He hinted that he could eventually see a government with Fianna Fáil, Fine Gael, Green, Social Democrat, independent and rural independent ministers.
It will be difficult, if not impossible, to put together a government along these lines as the Social Democrats have made abundantly clear that they do not want to put Fine Gael ministers back in the office.
They are not the only ones.
The Fianna Fáil representatives I have spoken with over the past week are every bit as opposed to putting Varadkar, Murphy, Harris or Donohue back in office.
Former Fianna Fáil TDs – and it should be remembered that there are now eight of them thanks to Fianna Fáil’s lacklustre and uninspiring #GE2020 national campaign – and outgoing Senators are currently criss-crossing the country taking to party councillors and hearing just how unhappy they are with developments.
These 14 – 16 newly minted Senators will join the Fianna Fáil parliamentary party in early April, fresh from a month of listening to dissatisfied grassroots. If a government including Fine Gael has not been formed by that point, then these Senators could be critical in blocking its formation from inside the parliamentary party.
Right now, as we approach the end of February, I still think a second election is the single most likely outcome. I say this as the only thing required for another election to happen is for TDs, primarily Fine Gael TDs, to do absolutely nothing.
Avoiding a second election requires action. It means having Fine Gael TDs break their own red lines and back a Fianna Fáil led government – from within or without.
If we are to face into another election, even if it is two or three months away, then parties need to start honing their core message and start addressing the wider public, not their own bubbles.
Sinn Féin appears to have realised this and has resumed campaign mode – as if it had ever turned it off. Last Monday we saw Mary Lou McDonald doing the Macarena with a group of school kids in Ringsend. It was a clever piece of political marketing.
Here was McDonald looking like an approachable leader without a care or a pressure in the world. Out among ordinary people, seeming confident and even self-deprecating, a trait that Irish voters like. This contrasted with the sense that both Varadkar and Martin were, though separately, withdrawn not just from public view, but from the public itself.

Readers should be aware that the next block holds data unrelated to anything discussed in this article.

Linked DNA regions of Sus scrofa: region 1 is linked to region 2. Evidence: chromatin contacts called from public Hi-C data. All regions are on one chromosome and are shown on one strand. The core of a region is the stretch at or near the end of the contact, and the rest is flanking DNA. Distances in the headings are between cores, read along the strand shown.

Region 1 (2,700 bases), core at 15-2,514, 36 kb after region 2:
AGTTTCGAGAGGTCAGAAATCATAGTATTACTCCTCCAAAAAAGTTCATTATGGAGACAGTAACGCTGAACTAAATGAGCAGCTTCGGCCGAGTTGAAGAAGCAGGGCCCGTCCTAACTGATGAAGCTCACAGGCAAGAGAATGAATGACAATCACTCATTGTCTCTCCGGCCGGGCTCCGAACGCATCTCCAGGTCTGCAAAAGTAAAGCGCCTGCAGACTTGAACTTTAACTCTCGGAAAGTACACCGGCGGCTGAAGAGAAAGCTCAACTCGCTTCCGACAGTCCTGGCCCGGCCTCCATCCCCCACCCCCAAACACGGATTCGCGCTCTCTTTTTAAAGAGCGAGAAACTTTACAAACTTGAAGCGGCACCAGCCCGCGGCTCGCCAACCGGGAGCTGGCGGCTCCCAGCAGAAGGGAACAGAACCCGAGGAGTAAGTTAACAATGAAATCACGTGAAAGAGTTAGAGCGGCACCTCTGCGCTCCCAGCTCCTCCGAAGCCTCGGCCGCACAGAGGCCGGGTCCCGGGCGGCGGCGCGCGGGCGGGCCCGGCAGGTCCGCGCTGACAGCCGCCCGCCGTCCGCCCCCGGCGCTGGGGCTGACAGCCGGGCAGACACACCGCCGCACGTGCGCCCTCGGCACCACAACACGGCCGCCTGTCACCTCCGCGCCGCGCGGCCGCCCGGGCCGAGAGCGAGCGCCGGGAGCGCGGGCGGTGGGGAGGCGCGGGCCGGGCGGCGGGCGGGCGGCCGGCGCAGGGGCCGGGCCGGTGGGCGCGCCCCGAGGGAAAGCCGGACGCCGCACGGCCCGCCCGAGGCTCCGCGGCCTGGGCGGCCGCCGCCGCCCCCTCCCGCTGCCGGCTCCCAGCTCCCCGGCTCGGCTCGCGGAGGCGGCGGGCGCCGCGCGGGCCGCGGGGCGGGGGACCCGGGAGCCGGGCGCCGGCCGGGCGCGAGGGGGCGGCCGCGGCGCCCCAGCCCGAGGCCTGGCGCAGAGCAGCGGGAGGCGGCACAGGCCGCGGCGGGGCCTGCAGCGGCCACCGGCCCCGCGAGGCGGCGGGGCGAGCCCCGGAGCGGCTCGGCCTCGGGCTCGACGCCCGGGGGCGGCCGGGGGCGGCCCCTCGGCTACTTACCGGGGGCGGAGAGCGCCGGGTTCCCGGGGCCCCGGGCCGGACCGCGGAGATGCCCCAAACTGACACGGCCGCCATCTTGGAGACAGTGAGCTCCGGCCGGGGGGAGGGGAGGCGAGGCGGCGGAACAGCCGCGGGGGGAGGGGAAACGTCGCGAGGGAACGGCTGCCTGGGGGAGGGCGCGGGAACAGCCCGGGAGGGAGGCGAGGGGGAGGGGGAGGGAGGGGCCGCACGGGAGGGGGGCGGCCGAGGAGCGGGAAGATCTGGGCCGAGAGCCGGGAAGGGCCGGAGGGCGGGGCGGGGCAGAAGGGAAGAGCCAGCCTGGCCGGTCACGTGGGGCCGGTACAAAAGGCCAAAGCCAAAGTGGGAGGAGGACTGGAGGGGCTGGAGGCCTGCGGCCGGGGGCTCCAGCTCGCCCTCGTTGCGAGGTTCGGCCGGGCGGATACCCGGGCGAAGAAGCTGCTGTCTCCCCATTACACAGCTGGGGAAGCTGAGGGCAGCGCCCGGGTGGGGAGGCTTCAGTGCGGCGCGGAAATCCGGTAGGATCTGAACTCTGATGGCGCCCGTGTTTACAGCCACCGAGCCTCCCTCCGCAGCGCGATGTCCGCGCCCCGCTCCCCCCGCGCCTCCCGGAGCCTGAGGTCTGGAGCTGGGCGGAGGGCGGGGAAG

It was a masterclass in brazen misdirection. It is what Sinn Féin does best. They’ve had plenty of practise at it over the years.
When they came under huge pressure in early 2005 over the violent and brutal provo murder of Robert McCartney, Sinn Féin representatives, including one Mary Lou McDonald MEP and one Deirdre Hargey MLA, were dispatched to mouth concern for the McCartney family while opposing European Parliament support for the case and asserting that Sinn Féin was really the victim here, on foot of a conspiracy involving the main political parties, the police and the media.
Does this all sound familiar? Add in a few extra public rallies and it could be today.
This is not a distant history in time or place. In a Dáil debate on May 27 2009 a Fianna Fáil back bench TD raised the intimidation of Esther Uzell, whose brother Joseph Rafferty had been killed by the provo-IRA in April 2005.
She had called on Sinn Féin to help identify her brother’s killer, not only did they not help, they did anything but. The TD was rightly incensed, calling those responsible for the intimidation “thugs” and “scum”.
That Fianna Fáil TD later became a Sinn Féin Councillor and, in February, a TD., Chris Andrews. Seems that the change in party heralded a major change in outlook. Come to think of it, didn’t that happen to Mary Lou too?
Derek Mooney is a communications and public affairs consultant. He previously served as a Ministerial Adviser to the Fianna Fáil-led government 2004 – 2010. His column appears here every Monday.Follow Derek on Twitter: @dsmooney